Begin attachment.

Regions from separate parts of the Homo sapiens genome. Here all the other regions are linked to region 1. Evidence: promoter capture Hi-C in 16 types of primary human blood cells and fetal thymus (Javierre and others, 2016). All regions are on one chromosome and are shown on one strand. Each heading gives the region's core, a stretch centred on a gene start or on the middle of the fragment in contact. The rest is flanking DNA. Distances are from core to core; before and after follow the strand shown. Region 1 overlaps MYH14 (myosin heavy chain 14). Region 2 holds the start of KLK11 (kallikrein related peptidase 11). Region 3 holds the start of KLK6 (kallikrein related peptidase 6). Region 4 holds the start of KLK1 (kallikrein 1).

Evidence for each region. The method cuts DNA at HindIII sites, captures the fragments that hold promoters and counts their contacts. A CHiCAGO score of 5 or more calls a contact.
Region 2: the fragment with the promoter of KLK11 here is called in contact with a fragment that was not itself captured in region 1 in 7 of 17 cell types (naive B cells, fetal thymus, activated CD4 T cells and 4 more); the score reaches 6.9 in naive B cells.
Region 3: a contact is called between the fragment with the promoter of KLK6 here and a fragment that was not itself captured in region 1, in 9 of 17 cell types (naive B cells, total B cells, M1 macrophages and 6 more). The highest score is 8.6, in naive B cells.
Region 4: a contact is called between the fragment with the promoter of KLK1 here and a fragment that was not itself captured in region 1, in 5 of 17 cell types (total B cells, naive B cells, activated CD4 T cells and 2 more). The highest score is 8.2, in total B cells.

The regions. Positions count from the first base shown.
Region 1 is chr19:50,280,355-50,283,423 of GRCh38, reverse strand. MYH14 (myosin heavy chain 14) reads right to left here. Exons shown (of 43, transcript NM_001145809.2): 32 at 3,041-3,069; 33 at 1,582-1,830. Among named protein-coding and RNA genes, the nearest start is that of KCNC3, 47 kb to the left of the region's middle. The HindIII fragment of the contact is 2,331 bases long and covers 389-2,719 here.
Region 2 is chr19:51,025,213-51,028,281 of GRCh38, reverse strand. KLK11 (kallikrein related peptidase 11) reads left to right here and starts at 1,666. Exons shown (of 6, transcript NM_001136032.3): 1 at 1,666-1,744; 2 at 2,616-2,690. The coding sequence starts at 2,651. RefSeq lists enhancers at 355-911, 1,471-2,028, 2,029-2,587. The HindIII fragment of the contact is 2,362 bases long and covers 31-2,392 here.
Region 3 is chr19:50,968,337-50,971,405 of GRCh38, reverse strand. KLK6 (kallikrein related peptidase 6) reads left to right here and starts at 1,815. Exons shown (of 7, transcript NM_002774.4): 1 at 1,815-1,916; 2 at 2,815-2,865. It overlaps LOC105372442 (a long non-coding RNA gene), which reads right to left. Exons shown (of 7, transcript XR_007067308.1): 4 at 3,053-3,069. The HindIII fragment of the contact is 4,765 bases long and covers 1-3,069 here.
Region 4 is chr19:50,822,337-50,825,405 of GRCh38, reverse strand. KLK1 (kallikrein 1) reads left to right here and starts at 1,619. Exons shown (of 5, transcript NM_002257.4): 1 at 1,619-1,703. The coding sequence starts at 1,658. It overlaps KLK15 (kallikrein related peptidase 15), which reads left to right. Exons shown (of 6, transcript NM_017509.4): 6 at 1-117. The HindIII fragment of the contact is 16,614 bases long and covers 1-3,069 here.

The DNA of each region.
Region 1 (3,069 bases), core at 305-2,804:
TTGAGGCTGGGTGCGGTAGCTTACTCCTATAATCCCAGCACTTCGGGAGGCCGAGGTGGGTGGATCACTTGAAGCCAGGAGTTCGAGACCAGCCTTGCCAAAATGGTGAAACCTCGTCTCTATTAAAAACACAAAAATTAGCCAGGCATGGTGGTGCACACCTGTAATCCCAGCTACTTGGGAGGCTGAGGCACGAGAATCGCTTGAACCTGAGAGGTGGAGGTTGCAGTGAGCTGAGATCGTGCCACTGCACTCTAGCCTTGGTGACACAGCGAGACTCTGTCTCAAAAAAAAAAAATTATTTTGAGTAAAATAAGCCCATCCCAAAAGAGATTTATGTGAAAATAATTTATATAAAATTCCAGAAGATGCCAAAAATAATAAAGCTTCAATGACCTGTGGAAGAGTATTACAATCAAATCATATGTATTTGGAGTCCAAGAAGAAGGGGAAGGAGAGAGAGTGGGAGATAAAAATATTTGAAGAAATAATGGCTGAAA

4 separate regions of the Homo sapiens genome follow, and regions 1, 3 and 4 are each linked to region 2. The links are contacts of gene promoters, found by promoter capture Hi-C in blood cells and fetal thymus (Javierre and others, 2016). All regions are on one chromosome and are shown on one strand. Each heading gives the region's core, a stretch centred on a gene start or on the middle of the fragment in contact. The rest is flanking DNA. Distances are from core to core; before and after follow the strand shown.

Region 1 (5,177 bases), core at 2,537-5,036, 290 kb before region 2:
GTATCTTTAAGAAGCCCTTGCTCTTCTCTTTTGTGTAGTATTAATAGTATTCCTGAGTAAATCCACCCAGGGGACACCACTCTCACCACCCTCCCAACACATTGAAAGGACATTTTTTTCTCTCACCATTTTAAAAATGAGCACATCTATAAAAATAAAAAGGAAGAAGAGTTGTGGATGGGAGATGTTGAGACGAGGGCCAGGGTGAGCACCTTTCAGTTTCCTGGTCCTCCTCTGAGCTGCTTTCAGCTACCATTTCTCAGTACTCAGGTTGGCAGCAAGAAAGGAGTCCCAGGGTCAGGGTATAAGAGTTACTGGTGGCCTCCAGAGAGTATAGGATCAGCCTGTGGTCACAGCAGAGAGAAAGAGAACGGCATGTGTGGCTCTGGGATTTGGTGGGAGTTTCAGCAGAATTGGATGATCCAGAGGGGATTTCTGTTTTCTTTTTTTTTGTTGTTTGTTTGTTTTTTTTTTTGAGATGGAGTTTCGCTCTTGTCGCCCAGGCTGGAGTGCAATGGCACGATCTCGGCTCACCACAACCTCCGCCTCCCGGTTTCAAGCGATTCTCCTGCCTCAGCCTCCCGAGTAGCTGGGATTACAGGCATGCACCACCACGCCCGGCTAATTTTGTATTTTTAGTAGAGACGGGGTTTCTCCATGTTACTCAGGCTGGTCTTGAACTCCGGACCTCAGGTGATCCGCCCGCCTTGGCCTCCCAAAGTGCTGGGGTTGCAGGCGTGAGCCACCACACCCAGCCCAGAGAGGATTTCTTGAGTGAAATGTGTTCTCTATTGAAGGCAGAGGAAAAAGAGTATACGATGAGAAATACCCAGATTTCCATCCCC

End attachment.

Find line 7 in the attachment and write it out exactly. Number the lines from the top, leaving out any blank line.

Region 1 is chr19:50,280,355-50,283,423 of GRCh38, reverse strand. MYH14 (myosin heavy chain 14) reads right to left here. Exons shown (of 43, transcript NM_001145809.2): 32 at 3,041-3,069; 33 at 1,582-1,830. Among named protein-coding and RNA genes, the nearest start is that of KCNC3, 47 kb to the left of the region's middle. The HindIII fragment of the contact is 2,331 bases long and covers 389-2,719 here.